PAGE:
Donning a crimson gown and poorly-decorated cap (glitter isn't my thing, clearly), I walked across the Boston University stage last week. I finished school in December, started working in February and received my diploma in March. However, nothing beats the feeling of crossing the stage, especially because I didn't walk in my undergraduate ceremony.
The Commencement ceremonies were especially unique because some of my closest friends were completing their undergraduate degrees. They won awards and received high honors while celebrating with the groups they've been part of for the last four years. This got me thinking about my own undergraduate experience and the many, many, regrets I have.
First, relax about money. I know that's easier said than done. If you're like me, you're paying your way through your undergraduate degree with little financial help. That's a scary and overwhelming task. Suddenly, going to a movie doesn't seem worth it, and you're desperate for every additional shift you can pick up. I'd wake up and fall asleep stressed, always calculating the amount of debt I'd finish with. I refused to get involved in anything social at school because I believed my time would be better spent working. I stopped going out and I lost touch with many friends. And for what? As I worked my way through graduate school I realized I had nothing to show for all that stress. I still owed money (I was incurring more debt, actually) and I hadn't paid off much of my undergraduate debt. What was the point?
As my mom always says, "You're not the first student in debt, and you won't be the last." Be smart with your money, budget, plan and save all you can. However, going for diner, taking a vacation, using your day-off, or letting go of a shift to join a group won't make or break you, so just relax.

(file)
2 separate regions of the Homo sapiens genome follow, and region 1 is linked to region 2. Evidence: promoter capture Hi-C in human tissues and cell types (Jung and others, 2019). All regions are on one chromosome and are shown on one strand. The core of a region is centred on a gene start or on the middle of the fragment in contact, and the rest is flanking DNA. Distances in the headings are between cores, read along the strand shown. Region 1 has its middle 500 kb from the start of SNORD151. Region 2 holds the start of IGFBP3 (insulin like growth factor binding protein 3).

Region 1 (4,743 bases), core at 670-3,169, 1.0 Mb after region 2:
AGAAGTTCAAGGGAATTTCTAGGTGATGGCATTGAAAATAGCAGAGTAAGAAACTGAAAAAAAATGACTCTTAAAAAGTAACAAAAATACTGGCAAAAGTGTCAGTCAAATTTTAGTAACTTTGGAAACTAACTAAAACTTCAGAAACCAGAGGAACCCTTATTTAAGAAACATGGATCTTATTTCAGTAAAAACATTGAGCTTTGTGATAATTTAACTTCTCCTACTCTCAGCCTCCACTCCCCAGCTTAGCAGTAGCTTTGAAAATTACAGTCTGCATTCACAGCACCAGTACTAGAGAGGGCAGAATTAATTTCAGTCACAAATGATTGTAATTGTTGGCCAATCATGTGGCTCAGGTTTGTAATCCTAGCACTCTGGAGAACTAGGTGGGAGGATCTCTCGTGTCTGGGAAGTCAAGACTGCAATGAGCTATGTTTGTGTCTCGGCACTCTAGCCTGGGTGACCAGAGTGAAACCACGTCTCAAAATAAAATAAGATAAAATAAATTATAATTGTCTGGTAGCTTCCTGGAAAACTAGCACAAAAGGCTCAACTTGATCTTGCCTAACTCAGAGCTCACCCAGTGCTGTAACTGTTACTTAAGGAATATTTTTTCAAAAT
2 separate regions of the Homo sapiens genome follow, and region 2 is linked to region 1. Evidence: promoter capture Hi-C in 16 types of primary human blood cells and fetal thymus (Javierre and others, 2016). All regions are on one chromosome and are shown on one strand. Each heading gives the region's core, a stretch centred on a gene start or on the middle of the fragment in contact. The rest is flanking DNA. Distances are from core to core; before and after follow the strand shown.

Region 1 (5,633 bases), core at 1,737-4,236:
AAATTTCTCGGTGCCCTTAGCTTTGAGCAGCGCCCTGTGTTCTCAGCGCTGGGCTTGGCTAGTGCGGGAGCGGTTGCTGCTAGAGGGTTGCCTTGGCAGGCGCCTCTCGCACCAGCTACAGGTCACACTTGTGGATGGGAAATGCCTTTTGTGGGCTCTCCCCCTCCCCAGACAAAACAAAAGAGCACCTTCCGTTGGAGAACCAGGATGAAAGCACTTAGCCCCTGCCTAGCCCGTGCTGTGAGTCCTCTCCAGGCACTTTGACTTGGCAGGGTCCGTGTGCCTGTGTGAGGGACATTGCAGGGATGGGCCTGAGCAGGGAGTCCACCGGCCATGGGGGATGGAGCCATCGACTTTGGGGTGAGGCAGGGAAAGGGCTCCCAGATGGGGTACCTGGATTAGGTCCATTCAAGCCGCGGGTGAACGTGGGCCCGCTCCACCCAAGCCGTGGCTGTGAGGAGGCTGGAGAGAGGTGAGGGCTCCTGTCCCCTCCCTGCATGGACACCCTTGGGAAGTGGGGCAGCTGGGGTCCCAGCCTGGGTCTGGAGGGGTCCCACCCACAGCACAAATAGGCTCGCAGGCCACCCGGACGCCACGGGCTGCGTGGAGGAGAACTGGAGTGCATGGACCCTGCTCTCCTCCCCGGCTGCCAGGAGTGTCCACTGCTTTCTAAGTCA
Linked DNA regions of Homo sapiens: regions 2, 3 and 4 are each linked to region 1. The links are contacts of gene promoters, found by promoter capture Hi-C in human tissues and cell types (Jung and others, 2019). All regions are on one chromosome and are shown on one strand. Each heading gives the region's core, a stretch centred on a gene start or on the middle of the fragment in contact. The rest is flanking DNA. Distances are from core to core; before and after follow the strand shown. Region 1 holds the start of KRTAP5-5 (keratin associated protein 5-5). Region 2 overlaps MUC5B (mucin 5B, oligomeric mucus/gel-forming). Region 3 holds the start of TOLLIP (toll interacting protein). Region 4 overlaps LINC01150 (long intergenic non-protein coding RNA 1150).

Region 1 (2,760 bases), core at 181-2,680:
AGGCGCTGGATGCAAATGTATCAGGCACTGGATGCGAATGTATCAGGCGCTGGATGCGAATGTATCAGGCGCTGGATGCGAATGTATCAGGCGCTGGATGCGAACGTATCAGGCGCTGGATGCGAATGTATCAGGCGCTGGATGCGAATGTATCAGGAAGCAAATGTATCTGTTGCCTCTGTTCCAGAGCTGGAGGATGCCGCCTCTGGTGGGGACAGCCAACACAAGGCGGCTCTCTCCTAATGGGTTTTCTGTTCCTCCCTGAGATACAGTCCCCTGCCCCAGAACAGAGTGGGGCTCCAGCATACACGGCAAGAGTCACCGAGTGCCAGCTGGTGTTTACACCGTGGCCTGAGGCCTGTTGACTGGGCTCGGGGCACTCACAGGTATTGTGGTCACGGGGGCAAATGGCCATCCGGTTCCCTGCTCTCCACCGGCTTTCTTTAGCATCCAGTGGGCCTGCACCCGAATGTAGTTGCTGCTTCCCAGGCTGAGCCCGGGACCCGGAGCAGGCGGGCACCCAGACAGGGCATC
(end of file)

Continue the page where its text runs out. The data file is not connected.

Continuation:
Next, be weary of your commute. We aren't all able to live on campus, and we don't all want to. However, it's important to consider the impact lengthy commutes will have on your life. I lived at home and endured a four to six hour bus ride almost every day. By the time I was home I was cold, cranky, tired and unmotivated. I struggled with homework and readings, and exercise and eating at a decent hour were out of the question. This commute also meant I wasn't able to participate in any extra curricular activities, join any clubs or attend any on-campus events.
If you think you can't afford to live on-campus, consider the cost of that choice. Even if you can't get on residence, research renting near by, or find a friend who will let you stay over on late nights.
Third, get involved. I can't stress this enough. Your university or college experience is only as good as you make it. If you're nervous, insecure, or too shy to step up and join a group, newsflash: so is everyone else. Get involved in any group you can fit into your schedule, academic or social.
Fourth, take learning seriously. I treated University like I did high school. I showed up, did what was asked of me, and got out. I finished with incredible marks (bragging) and graduated with distinction (bragging). However, I didn't invest in my education and forgot a lot of the lessons I should have retained. I catch myself recognizing tactics and tools and having to go ahead and relearn them. If I had engaged in the academic experience, I wouldn't have this problem.
Also, go to Commencement. Seriously - stop being selfish. Guess what, Commencement isn't really for you. Luckily I went to graduate school, or my family would never have seen me walk in a higher education ceremony. Can you imagine? Your family and friends are so proud and supportive, give something back to them.
Last, and probably most important, it's not real life. People want you to believe the opposite. It's serious, and it's expensive, but it's not the real world. University comes at a time in our lives when we're still discovering who we are and what we want. Declare the wrong major, take a crazy elective, join the Quiddich team. You still have time to make mistakes, so do it.
I have plenty of advice for my 18-year-old self starting university. If I could go back in time - I would. I don't believe people who say they don't regret anything. I love every single part of my life right now, but if I knew then what I know now, I'd be better off.